In reality, karma is a concept that asserts that your actions have an effect on your environment, and the people in it.  Do something kind, and there is a little more kindness available in the world.  Do something unkind, and there is a little more of that in the world.  If there is more kindness in the world, the world will likely be more understanding of your troubles and needs and the troubles and needs of those you know.  If the inverse is true, then the world will be less patient and understanding to you and others.

Personal Effects Of Karma

Here is where it affects you personally.  When you are kind, you tend to attract kind people because they want to be where their behaviors and values are accepted and appreciated.  When you are unkind, you tend to attract unkind people for the same reasons.  Moreover, unkind people try not to surround themselves with too many kind people because they feel badly about themselves by comparison.  All this to say that being kind or unkind will have an affect on your more immediate environment and the greater world, but not because there is a secret group of vengeful ninjas awaiting your misdeeds.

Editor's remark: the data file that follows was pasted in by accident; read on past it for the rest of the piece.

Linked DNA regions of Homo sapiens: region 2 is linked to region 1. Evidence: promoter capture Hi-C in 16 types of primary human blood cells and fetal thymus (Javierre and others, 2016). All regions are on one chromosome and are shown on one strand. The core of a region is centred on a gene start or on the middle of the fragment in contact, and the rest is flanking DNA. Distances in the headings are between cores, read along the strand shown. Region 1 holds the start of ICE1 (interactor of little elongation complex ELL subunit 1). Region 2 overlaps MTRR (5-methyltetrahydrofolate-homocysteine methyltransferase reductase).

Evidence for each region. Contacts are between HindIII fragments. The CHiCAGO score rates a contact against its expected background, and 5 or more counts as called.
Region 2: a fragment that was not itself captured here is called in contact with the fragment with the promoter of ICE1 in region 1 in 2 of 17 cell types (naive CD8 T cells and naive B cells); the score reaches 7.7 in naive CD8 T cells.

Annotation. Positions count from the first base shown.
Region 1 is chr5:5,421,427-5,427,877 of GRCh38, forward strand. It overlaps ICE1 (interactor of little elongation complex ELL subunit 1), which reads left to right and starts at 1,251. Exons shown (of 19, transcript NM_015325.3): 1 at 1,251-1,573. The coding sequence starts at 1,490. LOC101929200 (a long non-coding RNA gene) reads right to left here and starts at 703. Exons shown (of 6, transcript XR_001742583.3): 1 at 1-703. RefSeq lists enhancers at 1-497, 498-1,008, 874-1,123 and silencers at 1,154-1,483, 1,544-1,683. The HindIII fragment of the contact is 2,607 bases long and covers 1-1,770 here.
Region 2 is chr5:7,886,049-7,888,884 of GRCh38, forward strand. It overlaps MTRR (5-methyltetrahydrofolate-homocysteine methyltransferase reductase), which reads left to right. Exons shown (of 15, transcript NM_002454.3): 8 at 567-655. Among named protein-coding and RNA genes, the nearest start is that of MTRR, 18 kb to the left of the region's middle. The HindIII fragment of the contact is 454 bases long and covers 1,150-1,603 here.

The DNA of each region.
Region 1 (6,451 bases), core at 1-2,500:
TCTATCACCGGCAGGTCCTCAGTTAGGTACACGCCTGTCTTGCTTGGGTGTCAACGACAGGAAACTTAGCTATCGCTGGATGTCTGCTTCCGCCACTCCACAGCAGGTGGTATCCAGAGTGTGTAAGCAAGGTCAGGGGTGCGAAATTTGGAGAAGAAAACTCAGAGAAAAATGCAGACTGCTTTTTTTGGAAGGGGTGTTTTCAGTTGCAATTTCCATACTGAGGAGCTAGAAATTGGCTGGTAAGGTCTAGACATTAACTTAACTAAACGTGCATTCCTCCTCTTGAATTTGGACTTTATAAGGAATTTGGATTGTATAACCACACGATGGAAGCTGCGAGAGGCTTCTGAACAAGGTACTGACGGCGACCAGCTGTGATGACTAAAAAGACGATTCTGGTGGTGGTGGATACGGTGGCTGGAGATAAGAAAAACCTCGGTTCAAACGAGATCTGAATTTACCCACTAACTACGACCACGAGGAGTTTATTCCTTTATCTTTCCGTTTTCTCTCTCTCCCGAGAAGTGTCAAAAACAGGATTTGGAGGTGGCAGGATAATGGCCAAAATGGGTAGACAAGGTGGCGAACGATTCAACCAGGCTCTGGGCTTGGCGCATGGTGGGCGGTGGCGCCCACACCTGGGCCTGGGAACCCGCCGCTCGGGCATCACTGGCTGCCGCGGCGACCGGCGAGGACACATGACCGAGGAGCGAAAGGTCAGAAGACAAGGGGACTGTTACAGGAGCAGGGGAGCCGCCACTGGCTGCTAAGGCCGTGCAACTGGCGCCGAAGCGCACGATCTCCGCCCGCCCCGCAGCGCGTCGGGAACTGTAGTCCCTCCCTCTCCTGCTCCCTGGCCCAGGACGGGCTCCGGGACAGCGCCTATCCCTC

Self-Compassion And Karma

So, how does self-compassion factor into karma?  Simple.  If you work on self-compassion, you will notice that no one is perfect.  We all do things that cause ourselves and others suffering, and we all do things to make our lives and the lives of others better.  If we wish to not worry about our karma, we will accept and forgive ourselves for our mistakes, and give ourselves permission to do kind things for others.  We will not base our self-worth on an accounting of our good deeds versus our misdeeds.  Lastly, we will choose kindness to ourselves and others, when we can, because we want to live in a world where love and meaningful living are the most accessible.

The idea of bad karma or awaiting punishment is just a distraction from deciding how we can contribute to the world in a positive way.  It also prevents us from seeing how we can accept and support ourselves amongst waves of passion, indifference, failure, success, love, and hate.  Reallocate the energy you would normally use for fear of bad karma to kindness and acceptance, and see if you do not start to feel better about the world, your place in it, and your current contributions.

365 Days Of Self-Compassion.  Day 247.  In The Books.